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Association of Primary Care Clinic Appointment Time With Clinician Ordering and Patient Completion of Breast and Colorectal Cancer Screening.

Hsiang EY, Mehta SJ, Small DS, Rareshide CAL, Snider CK, Day SC, Patel MS. Association of Primary Care Clinic Appointment Time With Clinician Ordering and Patient Completion of Breast and Colorectal Cancer Screening. JAMA Network Open. 2019 May 3; 2(5):e193403.

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Abstract:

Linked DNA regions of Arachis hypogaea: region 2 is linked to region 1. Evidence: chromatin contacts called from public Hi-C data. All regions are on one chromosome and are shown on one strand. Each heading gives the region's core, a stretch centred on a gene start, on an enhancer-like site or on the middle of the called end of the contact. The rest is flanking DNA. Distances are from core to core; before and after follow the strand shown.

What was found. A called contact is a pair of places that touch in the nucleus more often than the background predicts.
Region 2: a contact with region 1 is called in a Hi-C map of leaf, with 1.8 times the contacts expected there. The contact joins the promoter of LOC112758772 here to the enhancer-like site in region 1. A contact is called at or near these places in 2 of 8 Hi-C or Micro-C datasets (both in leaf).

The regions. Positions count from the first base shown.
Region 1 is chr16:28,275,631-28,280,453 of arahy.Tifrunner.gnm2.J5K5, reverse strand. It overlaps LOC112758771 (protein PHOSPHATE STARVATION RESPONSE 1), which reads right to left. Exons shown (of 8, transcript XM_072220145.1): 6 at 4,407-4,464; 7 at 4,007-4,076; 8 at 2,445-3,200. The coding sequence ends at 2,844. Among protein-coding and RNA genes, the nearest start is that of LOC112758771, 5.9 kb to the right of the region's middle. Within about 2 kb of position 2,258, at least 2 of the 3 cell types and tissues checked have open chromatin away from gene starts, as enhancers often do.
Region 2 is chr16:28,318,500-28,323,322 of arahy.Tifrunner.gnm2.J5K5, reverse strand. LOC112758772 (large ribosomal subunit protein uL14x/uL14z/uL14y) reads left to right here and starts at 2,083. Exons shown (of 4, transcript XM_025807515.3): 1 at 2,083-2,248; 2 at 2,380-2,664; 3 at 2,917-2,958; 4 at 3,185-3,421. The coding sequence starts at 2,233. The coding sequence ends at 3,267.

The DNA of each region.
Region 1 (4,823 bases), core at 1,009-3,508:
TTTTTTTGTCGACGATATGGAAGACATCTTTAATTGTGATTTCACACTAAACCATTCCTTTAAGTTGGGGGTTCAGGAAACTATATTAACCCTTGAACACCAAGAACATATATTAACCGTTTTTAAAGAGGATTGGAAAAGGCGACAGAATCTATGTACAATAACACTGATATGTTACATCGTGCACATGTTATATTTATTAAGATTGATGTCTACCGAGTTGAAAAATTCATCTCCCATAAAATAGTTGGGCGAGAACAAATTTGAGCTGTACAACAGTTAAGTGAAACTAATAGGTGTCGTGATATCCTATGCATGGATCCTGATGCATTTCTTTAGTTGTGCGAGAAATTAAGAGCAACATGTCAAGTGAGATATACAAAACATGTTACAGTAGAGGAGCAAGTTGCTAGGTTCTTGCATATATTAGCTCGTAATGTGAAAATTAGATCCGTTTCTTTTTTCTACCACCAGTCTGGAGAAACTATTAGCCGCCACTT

Importance: As the clinic day progresses, clinicians may fall behind schedule and experience decision fatigue. However, the association of time of day with cancer screening rates is unknown. Objective: To evaluate the association of primary care clinic appointment time with clinician ordering and patient completion of breast and colorectal cancer screening. Design, Setting, and Participants: Retrospective, quality improvement study of 33 primary care practices in Pennsylvania and New Jersey from September 1, 2014, to August 31, 2016. Participants included adults eligible for breast or colorectal cancer screening. Data analysis was conducted from April 24, 2018, to November 8, 2018. Exposures: Clinic appointment time during each patient's first primary care physician visit in the study period. Main Outcomes and Measures: Primary outcome was clinician ordering of the screening test during the visit. Secondary outcome was patient completion of the tests within 1 year of the visit. Results: Among the 19?254 patients eligible for breast cancer screening, the mean (SD) age was 60.2 (6.9) years; 19?254 (100%) were female, 11?682 (60.7%) were white, and 5495 (28.5%) were black. Screening test order rates were highest at 8 am at 63.7%, decreased throughout the morning to 48.7% at 11 am, increased to 56.2% at noon, and then decreased to 47.8% at 5 pm (adjusted odds ratio [OR] for overall trend, 0.94; 95% CI, 0.93-0.96; P? < .001). Trends in screening test completion rates were similar beginning at 33.2% at 8 am and decreasing to 17.8% at 5 pm (adjusted OR, 0.95; 95% CI, 0.94-0.97; P? < .001). Among the 33?468 patients eligible for colorectal cancer screening, the mean (SD) age was 59.6 (7.4) years; 18?672 (55.8%) were female, 22?157 (66.2%) were white, and 7296 (21.8%) were black. Screening test order rates were 36.5% at 8 am, decreased to 31.3% by 11 am, increased at noon to 34.4%, and then decreased to 23.4% at 5 pm (adjusted OR, 0.94; 95% CI, 0.93-0.95; P? < .001). Trends in screening test completion rates were similar beginning at 28.0% at 8 am and decreasing to 17.8% at 5 pm (adjusted OR, 0.97; 95% CI, 0.96-0.98; P? < .001). Conclusions and Relevance: Clinician ordering of cancer screening tests significantly decreased as the clinic day progressed. Patient completion of cancer screening tests within 1 year of the visit was also lower as the primary care appointment time was later in the day. Future interventions targeting improvements in cancer screening should consider how time of day may influence these behaviors.





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